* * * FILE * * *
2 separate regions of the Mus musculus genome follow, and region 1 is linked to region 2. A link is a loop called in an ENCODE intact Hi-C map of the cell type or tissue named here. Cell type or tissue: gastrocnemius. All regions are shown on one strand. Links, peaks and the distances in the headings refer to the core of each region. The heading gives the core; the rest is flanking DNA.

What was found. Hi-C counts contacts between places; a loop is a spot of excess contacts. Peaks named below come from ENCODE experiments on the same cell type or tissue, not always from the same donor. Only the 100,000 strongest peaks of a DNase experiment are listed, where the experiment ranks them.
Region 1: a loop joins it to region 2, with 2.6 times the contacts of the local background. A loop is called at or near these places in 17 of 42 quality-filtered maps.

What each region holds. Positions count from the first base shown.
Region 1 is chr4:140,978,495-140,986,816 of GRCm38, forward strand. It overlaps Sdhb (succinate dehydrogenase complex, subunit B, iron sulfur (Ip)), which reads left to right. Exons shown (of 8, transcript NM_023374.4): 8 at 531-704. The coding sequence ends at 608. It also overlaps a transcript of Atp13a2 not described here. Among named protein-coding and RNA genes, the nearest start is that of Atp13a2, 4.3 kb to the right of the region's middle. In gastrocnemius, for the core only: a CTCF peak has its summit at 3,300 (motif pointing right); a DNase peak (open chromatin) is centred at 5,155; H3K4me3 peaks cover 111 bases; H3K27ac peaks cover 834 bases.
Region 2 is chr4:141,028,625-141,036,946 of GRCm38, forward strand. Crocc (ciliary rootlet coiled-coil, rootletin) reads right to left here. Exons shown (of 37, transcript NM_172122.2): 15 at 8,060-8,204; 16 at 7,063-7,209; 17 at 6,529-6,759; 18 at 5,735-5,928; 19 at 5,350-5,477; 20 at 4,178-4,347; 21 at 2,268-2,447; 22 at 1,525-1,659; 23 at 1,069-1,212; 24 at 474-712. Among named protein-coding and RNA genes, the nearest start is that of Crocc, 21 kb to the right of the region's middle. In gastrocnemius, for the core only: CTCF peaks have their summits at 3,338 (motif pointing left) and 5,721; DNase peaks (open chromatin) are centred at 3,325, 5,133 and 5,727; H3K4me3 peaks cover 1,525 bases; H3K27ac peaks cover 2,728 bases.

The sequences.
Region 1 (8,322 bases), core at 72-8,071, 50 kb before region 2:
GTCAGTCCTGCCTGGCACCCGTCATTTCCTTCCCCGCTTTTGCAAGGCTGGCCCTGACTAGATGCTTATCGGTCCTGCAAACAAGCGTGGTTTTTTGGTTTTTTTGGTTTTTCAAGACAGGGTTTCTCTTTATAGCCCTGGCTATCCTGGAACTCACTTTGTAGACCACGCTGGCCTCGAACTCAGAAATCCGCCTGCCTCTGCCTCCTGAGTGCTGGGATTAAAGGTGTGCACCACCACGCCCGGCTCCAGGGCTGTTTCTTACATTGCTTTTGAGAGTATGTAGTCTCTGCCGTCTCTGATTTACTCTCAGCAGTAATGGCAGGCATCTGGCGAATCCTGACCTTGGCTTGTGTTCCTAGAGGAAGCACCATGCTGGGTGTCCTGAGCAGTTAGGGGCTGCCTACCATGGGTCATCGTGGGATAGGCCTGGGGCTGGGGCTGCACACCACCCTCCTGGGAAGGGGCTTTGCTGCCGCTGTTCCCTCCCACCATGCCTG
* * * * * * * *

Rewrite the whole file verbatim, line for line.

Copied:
2 separate regions of the Mus musculus genome follow, and region 1 is linked to region 2. A link is a loop called in an ENCODE intact Hi-C map of the cell type or tissue named here. Cell type or tissue: gastrocnemius. All regions are shown on one strand. Links, peaks and the distances in the headings refer to the core of each region. The heading gives the core; the rest is flanking DNA.

What was found. Hi-C counts contacts between places; a loop is a spot of excess contacts. Peaks named below come from ENCODE experiments on the same cell type or tissue, not always from the same donor. Only the 100,000 strongest peaks of a DNase experiment are listed, where the experiment ranks them.
Region 1: a loop joins it to region 2, with 2.6 times the contacts of the local background. A loop is called at or near these places in 17 of 42 quality-filtered maps.

What each region holds. Positions count from the first base shown.
Region 1 is chr4:140,978,495-140,986,816 of GRCm38, forward strand. It overlaps Sdhb (succinate dehydrogenase complex, subunit B, iron sulfur (Ip)), which reads left to right. Exons shown (of 8, transcript NM_023374.4): 8 at 531-704. The coding sequence ends at 608. It also overlaps a transcript of Atp13a2 not described here. Among named protein-coding and RNA genes, the nearest start is that of Atp13a2, 4.3 kb to the right of the region's middle. In gastrocnemius, for the core only: a CTCF peak has its summit at 3,300 (motif pointing right); a DNase peak (open chromatin) is centred at 5,155; H3K4me3 peaks cover 111 bases; H3K27ac peaks cover 834 bases.
Region 2 is chr4:141,028,625-141,036,946 of GRCm38, forward strand. Crocc (ciliary rootlet coiled-coil, rootletin) reads right to left here. Exons shown (of 37, transcript NM_172122.2): 15 at 8,060-8,204; 16 at 7,063-7,209; 17 at 6,529-6,759; 18 at 5,735-5,928; 19 at 5,350-5,477; 20 at 4,178-4,347; 21 at 2,268-2,447; 22 at 1,525-1,659; 23 at 1,069-1,212; 24 at 474-712. Among named protein-coding and RNA genes, the nearest start is that of Crocc, 21 kb to the right of the region's middle. In gastrocnemius, for the core only: CTCF peaks have their summits at 3,338 (motif pointing left) and 5,721; DNase peaks (open chromatin) are centred at 3,325, 5,133 and 5,727; H3K4me3 peaks cover 1,525 bases; H3K27ac peaks cover 2,728 bases.

The sequences.
Region 1 (8,322 bases), core at 72-8,071, 50 kb before region 2:
GTCAGTCCTGCCTGGCACCCGTCATTTCCTTCCCCGCTTTTGCAAGGCTGGCCCTGACTAGATGCTTATCGGTCCTGCAAACAAGCGTGGTTTTTTGGTTTTTTTGGTTTTTCAAGACAGGGTTTCTCTTTATAGCCCTGGCTATCCTGGAACTCACTTTGTAGACCACGCTGGCCTCGAACTCAGAAATCCGCCTGCCTCTGCCTCCTGAGTGCTGGGATTAAAGGTGTGCACCACCACGCCCGGCTCCAGGGCTGTTTCTTACATTGCTTTTGAGAGTATGTAGTCTCTGCCGTCTCTGATTTACTCTCAGCAGTAATGGCAGGCATCTGGCGAATCCTGACCTTGGCTTGTGTTCCTAGAGGAAGCACCATGCTGGGTGTCCTGAGCAGTTAGGGGCTGCCTACCATGGGTCATCGTGGGATAGGCCTGGGGCTGGGGCTGCACACCACCCTCCTGGGAAGGGGCTTTGCTGCCGCTGTTCCCTCCCACCATGCCTG